I was born 3 November 1936 in Southampton. My parents had a house built for them in Bitterne Way, a steep road on a hill overlooking Southampton Water. My earliest memories (I was four years old) are of the bombing and blitz on Southampton during World War Two and of this house in Bitterne Way and its air raid shelter which my father had designed and built as strong as a bunker. It was spacious with bunk beds and a large reading lamp. During bombing raids my parents could continue to read or do whatever they could to try and keep their minds on something positive whilst my sister, Margaret, and I slept or tried to. My father was the Vice-Principal of the Southampton School of Art at the Civic Centre and was killed in the school shelter on the 6th November 1940 along with those innocent children and fellow teachers. There are many accounts of what happened on that day. However, my sister, Margaret, wrote the following to me in a recent letter about our father: “I remember him coming into the kitchen and blowing kisses because he was late. That was the last we were to see of him. I went to school; there was a raid and we left our little school to come into our own shelter (Daddy had suggested the school use it). After the raid I ran up the steps to look across the Southamptpon water and there stood the Civic Centre intact (or so I thought). Later “Carpy” from next door came in to say that she had heard that the art school had been hit. Mother ran to a call box and did manage to get through finally to be told by a very frantic telephone operator that “…..they haven’t got them all out yet…..”

    Two weeks after my father was killed, the house next door to us was bombed. Fortunately, the couple and their two sons were staying with us in our bomb shelter and survived. However, my mother had to find alternative accommodation since our house was badly damaged and had to be demolished. These were extremely difficult times, and my mother found herself alone with two young children (eight and four years old) and her mother who had been diagnosed with terminal cancer. My mother was also a nurse in the Red Cross at this time.

    My father survived the First World War on active duty only to be killed in the Second World War.

    I have just recently visited the Memorial in the Art Gallery at Civic Center and visited his grave. I would just like to add that the staff of the Southampton Archives have been most helpful in providing me with additional information.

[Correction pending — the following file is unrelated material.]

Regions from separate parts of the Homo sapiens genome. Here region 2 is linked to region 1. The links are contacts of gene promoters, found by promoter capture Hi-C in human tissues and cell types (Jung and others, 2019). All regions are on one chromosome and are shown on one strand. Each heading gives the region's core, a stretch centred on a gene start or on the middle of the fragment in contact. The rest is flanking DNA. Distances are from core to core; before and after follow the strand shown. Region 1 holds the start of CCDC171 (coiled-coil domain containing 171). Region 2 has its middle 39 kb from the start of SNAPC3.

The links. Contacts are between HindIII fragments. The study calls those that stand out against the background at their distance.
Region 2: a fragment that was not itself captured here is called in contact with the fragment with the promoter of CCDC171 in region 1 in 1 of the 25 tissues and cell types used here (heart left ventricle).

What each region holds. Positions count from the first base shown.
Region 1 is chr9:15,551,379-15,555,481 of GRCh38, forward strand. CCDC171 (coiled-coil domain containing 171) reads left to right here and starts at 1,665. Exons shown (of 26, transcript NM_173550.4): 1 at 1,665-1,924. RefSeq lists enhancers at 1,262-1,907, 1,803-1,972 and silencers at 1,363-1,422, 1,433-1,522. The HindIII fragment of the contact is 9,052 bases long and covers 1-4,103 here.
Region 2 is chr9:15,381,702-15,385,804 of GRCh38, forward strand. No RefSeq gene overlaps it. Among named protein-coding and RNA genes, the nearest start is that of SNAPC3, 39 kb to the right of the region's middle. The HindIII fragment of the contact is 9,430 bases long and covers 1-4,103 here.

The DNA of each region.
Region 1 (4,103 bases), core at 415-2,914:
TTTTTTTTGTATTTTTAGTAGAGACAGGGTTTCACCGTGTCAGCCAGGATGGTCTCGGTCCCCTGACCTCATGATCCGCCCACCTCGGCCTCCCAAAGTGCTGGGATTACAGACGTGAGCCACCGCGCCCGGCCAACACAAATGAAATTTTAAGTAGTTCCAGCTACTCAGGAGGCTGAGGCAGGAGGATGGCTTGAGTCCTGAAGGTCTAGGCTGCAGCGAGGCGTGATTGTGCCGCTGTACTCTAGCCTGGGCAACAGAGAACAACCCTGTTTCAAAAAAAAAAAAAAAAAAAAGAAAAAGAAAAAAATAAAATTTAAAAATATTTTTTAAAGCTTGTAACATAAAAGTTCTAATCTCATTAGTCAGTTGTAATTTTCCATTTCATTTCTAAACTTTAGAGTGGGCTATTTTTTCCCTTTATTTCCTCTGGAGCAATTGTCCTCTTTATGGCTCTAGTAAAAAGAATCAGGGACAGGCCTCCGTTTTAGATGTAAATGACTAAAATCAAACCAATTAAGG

1. Mike

      Most interesting. As an aside, I have just finished a book which described the first time planes were used to bomb civilian areas to attempt to intimidate the populace. This was the Germans, during the first world war. Their aircraft were huge for the times, but found it difficult to reach their targets in London, and frequently dropped their bombs around Margate, Folkestone, and Dover when turning back. Subsequent criticism of Britain who did the same to Germany in the second world war is hypocritical!

  46. This is a great application of GIS overlay software. Clearly, the cruelty of the events sit very deep. I wonder about two things:

    1. What about the silent threat of those dormant aerial bombs that have remained undetected in the grounds and riverbeds? What records exist and does government map out potentially dangerous sites requiring construction companies to screen the building ground for warfare agents?

    2. I’m from Hamburg, Germany, myself and am active in geotechnical engineering. We find that the warfare agent screening methods that are being used are either very unsafe or non-existent. For instance, no detection method yet exists to spot even large British RAF bombs underneath building structures such as bridges and roadways. How do the British handle this issue?

    Feel free to view or comment on my blog article about this issue.
    http://www.iegisblog.com (GIS in Warfare Agent Detection)

  47. Have just come across your map and it is the first information I have found anywhere concerning the bomb which landed in Manor Farm Road, Bitterne Park. My home is built on the site of the building which took a direct hit from that bomb and I believe the entire family within were killed by the blast. I understand the rubble was just levelled off and my bungalow (the only one in the road) was built on top of the rubble which probably explains why my plot is raised above the surrounding plots. Would love to hear any more information or photos from anyone who might have lived in the area at that time. Many thanks for your research and the map produced from that research.

    1. Eric Payne

      Hi Eamonn

      Interested to read your comment regarding the site where your bungalow now is. I’m afraid I can’t supply any additional info but the mention of Manor Farm Road brought back memories. I lived in the area – Midanbuy actually – for about six years back in the 60’s and have traveled along Manor Farm many, many times. Don’t suppose you knew of the Macallen family who lived at, I think, number 245 overlooking Woodmill (at that time just rough ground)
      Hope you can find out more information regarding the bomb that destroyed the previous house. Next time I am visiting Southampton I will take a stroll down Manor Farm and look out for your bungalow.

      Best regards

  48. Thanks for sharing this, what an interesting use of current mapping technology. I’m going to print it off and take a wander round the city at the weekend I think just to match the sites to real life places.